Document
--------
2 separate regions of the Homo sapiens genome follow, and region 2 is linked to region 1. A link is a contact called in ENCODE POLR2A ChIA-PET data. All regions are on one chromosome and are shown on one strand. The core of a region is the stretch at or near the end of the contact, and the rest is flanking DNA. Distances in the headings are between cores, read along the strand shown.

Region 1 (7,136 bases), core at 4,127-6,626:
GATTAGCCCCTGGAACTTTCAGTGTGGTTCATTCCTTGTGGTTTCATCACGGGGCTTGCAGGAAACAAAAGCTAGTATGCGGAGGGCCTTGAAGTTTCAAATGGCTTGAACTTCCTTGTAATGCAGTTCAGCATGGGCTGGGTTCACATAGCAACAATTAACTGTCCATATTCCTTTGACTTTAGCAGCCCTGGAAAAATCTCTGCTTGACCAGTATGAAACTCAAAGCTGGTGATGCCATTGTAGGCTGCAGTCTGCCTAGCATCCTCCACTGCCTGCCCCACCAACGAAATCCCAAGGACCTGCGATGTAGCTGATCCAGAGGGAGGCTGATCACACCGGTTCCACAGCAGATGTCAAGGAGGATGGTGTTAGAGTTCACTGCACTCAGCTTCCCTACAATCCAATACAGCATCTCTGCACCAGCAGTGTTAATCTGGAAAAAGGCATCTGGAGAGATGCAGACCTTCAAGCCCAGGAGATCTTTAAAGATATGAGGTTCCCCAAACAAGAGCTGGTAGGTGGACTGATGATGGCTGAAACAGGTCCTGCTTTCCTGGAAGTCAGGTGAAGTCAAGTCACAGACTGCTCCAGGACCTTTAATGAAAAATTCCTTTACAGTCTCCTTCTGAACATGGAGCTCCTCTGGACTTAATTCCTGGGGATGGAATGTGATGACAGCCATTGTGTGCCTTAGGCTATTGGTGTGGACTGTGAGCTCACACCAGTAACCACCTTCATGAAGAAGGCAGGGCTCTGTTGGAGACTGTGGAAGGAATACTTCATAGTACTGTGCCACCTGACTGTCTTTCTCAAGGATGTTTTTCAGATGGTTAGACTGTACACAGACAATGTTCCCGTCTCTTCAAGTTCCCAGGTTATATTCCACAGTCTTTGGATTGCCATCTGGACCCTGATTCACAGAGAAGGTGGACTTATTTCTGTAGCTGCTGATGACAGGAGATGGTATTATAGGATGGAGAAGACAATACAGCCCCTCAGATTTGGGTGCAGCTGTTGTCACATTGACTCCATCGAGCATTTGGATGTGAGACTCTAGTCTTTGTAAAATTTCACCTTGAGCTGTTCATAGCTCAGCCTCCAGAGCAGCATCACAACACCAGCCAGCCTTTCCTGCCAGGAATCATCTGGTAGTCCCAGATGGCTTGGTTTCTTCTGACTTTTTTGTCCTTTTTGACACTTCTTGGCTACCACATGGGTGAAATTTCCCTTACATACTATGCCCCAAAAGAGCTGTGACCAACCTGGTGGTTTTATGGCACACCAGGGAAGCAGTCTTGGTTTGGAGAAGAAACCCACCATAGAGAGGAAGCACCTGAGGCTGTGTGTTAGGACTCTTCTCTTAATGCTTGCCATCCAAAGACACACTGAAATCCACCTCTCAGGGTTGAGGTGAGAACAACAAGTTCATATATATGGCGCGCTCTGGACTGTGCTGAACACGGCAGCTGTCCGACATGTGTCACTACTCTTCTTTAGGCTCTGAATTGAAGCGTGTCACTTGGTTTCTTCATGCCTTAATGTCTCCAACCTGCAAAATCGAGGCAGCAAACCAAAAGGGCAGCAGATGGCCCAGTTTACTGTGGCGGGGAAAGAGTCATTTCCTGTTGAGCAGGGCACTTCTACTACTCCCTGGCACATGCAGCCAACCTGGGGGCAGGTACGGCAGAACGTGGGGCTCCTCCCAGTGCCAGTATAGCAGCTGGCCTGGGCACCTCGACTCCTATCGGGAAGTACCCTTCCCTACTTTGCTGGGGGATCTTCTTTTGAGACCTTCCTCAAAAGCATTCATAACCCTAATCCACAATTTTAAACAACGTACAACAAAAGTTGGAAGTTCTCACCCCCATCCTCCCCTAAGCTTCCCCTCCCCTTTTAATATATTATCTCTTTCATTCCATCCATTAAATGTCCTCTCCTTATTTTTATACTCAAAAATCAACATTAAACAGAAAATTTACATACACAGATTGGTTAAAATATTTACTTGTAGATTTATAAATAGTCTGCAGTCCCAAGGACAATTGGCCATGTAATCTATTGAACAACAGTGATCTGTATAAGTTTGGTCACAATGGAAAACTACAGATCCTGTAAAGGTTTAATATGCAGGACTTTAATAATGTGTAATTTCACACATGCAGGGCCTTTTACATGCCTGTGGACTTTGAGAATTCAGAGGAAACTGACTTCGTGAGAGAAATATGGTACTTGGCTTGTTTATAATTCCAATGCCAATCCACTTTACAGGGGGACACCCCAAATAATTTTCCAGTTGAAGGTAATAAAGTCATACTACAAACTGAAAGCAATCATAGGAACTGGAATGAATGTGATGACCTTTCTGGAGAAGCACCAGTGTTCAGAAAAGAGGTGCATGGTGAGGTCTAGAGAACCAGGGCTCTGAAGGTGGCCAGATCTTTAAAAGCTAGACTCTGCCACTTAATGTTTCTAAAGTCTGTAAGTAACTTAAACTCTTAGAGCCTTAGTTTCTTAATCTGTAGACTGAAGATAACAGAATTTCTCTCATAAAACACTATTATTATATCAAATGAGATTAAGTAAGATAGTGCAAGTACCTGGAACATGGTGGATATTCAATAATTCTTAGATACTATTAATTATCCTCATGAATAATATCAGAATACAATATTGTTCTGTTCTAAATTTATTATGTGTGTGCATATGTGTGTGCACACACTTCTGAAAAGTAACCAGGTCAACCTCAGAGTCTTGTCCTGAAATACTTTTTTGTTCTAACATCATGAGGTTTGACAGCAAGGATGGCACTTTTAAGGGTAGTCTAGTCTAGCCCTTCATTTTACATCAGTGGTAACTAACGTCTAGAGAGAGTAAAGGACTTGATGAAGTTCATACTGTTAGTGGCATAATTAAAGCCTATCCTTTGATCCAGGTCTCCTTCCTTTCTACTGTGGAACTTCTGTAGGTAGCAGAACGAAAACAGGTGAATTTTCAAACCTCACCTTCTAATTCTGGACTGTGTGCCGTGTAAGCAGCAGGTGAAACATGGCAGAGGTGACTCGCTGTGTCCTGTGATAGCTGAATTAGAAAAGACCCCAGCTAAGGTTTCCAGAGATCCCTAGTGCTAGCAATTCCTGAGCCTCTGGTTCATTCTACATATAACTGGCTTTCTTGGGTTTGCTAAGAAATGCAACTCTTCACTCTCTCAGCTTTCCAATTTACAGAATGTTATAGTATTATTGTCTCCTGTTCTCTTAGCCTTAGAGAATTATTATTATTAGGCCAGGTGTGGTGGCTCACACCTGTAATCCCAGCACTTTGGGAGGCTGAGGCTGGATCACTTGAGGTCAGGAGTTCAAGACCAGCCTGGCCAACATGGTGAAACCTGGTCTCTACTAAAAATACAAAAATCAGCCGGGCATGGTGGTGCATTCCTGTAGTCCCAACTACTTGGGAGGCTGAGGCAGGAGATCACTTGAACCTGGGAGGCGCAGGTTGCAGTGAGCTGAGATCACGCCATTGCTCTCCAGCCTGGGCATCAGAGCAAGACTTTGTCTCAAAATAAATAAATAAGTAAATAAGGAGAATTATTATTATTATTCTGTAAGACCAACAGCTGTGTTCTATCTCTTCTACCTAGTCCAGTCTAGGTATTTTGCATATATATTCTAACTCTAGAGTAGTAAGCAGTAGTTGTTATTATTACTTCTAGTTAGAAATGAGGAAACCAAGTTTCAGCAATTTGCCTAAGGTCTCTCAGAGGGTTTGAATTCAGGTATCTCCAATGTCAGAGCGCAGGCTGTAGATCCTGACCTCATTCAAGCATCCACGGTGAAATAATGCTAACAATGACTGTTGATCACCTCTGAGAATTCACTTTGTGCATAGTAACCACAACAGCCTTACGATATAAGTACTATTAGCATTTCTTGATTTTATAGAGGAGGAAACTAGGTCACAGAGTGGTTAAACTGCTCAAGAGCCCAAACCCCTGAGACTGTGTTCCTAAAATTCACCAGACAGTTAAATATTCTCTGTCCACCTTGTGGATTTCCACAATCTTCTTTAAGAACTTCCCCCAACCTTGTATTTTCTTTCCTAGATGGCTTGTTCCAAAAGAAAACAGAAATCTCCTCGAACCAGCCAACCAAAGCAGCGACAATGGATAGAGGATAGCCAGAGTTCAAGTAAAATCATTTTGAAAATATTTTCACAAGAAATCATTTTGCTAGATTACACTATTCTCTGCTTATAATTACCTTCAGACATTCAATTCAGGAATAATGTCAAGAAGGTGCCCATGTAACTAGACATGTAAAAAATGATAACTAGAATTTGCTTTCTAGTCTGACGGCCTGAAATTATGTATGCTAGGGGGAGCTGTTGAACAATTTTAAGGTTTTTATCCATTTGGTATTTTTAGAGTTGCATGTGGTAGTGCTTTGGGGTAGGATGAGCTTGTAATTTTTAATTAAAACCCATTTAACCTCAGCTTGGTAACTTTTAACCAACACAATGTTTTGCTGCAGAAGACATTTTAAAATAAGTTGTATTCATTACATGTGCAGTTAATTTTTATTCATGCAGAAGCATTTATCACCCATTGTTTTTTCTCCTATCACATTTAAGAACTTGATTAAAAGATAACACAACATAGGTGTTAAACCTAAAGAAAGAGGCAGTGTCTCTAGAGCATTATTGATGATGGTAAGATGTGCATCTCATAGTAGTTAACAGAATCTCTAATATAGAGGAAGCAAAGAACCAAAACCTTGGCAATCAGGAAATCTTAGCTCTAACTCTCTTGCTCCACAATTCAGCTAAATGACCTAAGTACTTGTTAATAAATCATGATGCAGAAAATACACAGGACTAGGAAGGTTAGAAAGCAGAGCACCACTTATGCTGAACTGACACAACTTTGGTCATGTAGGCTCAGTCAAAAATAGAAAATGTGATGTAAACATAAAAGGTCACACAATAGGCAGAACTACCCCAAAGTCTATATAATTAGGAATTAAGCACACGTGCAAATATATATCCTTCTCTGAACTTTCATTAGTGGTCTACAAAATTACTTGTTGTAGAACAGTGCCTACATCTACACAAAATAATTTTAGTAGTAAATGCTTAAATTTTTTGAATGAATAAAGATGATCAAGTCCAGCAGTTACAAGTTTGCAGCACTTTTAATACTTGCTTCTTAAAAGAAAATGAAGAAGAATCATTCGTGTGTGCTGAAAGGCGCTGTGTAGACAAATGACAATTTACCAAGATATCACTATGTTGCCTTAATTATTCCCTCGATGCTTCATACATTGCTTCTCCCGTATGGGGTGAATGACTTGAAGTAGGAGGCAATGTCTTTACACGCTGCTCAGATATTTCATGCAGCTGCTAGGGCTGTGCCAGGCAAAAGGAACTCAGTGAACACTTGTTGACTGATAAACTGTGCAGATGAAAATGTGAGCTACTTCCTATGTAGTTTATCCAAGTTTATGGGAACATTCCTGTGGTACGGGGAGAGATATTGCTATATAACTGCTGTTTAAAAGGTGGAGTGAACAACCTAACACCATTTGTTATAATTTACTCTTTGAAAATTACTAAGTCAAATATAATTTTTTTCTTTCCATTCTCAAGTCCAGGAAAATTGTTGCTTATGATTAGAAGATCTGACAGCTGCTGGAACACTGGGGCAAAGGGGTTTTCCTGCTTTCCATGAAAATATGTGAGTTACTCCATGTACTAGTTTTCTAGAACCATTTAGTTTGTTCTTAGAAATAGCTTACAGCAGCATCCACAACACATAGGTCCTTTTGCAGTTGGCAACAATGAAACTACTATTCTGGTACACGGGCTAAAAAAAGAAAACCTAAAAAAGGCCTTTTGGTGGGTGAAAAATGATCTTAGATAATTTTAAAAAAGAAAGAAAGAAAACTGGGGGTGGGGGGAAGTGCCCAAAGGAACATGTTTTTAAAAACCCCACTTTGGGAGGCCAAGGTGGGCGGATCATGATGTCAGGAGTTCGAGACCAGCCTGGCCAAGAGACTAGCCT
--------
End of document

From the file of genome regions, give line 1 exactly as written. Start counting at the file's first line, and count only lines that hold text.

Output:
2 separate regions of the Homo sapiens genome follow, and region 2 is linked to region 1. A link is a contact called in ENCODE POLR2A ChIA-PET data. All regions are on one chromosome and are shown on one strand. The core of a region is the stretch at or near the end of the contact, and the rest is flanking DNA. Distances in the headings are between cores, read along the strand shown.